For range-partitioned and hash partitioned tables, you can specify up to 16 partitioning key columns. Use multicolumn partitioning when the partitioning key is composed of several columns and subsequent columns define a higher granularity than the preceding ones. The most common scenario is a decomposed `DATE`

or `TIMESTAMP`

key, consisting of separated columns, for year, month, and day.

In evaluating multicolumn partitioning keys, the database uses the second value only if the first value cannot uniquely identify a single target partition, and uses the third value only if the first and second do not determine the correct partition, and so forth. A value cannot determine the correct partition only when a partition bound exactly matches that value and the same bound is defined for the next partition. The n^{th} column is investigated only when all previous (n-1) values of the multicolumn key exactly match the (n-1) bounds of a partition. A second column, for example, is evaluated only if the first column exactly matches the partition boundary value. If all column values exactly match all of the bound values for a partition, then the database determines that the row does not fit in this partition and considers the next partition for a match.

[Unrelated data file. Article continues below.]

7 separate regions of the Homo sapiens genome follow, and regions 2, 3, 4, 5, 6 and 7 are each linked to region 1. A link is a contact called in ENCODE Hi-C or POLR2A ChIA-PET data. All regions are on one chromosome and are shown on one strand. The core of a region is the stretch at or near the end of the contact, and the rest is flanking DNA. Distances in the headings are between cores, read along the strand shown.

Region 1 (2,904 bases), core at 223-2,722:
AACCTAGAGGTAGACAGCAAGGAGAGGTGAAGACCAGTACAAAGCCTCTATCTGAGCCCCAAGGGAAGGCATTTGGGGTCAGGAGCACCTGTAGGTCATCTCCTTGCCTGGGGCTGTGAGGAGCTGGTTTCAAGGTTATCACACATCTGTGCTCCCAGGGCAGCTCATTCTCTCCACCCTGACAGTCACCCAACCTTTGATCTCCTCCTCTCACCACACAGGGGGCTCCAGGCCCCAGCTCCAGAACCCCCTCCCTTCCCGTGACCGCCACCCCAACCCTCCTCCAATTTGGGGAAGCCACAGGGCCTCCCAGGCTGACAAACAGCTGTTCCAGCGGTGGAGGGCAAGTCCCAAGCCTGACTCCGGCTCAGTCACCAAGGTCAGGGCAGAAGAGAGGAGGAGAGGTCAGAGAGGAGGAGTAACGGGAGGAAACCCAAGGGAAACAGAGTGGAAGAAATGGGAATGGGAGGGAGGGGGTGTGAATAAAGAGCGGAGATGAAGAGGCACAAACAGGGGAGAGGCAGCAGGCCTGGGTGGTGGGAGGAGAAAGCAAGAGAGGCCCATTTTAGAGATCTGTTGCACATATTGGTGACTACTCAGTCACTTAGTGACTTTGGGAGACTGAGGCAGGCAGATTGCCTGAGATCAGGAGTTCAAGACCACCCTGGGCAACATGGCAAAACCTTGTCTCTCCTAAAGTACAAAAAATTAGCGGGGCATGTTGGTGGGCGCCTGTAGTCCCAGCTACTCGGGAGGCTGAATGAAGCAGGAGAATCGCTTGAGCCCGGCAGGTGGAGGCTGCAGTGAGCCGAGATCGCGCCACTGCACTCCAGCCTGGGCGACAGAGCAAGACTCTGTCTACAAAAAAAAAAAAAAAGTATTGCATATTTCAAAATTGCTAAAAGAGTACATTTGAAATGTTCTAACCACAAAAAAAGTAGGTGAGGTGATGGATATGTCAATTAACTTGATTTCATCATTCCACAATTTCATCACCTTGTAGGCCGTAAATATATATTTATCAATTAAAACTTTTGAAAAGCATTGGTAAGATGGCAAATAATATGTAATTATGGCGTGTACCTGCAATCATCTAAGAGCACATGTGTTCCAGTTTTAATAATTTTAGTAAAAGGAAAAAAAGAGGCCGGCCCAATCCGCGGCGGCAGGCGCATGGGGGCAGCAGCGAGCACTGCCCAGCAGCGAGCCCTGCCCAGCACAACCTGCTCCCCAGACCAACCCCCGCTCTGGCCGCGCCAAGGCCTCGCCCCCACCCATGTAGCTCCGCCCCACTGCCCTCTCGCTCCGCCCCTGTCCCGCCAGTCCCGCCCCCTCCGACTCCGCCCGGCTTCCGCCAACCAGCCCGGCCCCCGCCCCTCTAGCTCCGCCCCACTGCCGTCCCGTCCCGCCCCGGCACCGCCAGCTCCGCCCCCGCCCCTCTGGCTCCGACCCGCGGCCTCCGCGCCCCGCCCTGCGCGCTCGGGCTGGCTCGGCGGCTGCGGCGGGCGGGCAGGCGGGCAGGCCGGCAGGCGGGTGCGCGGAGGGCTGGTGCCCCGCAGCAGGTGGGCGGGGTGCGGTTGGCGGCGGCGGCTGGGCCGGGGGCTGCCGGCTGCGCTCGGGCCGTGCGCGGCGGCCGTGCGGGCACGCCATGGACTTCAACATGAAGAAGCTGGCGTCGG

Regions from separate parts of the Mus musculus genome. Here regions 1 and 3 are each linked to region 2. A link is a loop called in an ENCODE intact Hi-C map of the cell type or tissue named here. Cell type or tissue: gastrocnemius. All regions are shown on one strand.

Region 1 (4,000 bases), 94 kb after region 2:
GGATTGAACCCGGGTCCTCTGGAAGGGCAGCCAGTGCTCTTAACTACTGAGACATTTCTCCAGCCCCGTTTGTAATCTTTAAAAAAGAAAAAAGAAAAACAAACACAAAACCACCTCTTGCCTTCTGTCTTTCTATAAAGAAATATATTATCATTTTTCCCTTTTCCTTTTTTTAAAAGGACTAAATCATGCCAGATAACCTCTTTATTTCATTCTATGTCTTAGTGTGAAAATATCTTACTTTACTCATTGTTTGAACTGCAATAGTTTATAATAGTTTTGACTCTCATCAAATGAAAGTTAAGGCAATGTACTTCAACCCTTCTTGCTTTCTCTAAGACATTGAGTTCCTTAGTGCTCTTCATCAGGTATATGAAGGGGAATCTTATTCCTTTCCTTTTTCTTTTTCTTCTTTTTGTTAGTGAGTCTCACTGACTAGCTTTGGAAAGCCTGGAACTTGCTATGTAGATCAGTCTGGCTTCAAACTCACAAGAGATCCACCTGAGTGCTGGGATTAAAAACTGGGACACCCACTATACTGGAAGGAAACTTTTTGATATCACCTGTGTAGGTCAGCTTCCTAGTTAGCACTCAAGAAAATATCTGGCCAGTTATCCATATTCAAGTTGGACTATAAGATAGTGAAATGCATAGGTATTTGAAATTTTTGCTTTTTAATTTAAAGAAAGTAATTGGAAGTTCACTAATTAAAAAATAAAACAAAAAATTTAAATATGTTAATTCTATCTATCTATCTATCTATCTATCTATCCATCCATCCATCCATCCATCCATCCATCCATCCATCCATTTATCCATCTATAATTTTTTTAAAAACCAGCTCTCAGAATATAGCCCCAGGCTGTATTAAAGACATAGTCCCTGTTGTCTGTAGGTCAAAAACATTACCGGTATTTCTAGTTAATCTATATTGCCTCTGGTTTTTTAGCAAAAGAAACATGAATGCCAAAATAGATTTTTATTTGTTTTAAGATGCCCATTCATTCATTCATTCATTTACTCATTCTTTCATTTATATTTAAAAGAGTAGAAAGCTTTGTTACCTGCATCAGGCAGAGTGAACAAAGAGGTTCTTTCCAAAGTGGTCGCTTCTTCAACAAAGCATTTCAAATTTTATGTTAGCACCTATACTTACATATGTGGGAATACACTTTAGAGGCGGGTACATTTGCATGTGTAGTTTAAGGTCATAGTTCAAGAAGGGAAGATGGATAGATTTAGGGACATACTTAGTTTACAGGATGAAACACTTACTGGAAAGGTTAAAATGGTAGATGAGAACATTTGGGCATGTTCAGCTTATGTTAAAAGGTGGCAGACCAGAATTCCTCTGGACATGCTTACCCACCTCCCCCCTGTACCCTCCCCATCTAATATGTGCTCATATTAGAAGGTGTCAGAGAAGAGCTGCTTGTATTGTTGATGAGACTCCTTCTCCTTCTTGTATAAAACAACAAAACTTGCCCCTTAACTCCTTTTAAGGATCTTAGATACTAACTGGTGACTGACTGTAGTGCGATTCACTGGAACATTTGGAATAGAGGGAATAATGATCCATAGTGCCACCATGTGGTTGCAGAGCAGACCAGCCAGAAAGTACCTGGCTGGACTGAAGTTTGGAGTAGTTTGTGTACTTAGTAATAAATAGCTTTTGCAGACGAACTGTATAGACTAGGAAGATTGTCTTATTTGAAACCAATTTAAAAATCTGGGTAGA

For nondeterministic boundary definitions (successive partitions with identical values for at least one column), the partition boundary value becomes an inclusive value, representing a "less than or equal to" boundary. This is in contrast to deterministic boundaries, where the values are always regarded as "less than" boundaries.

This sections contains the following topics: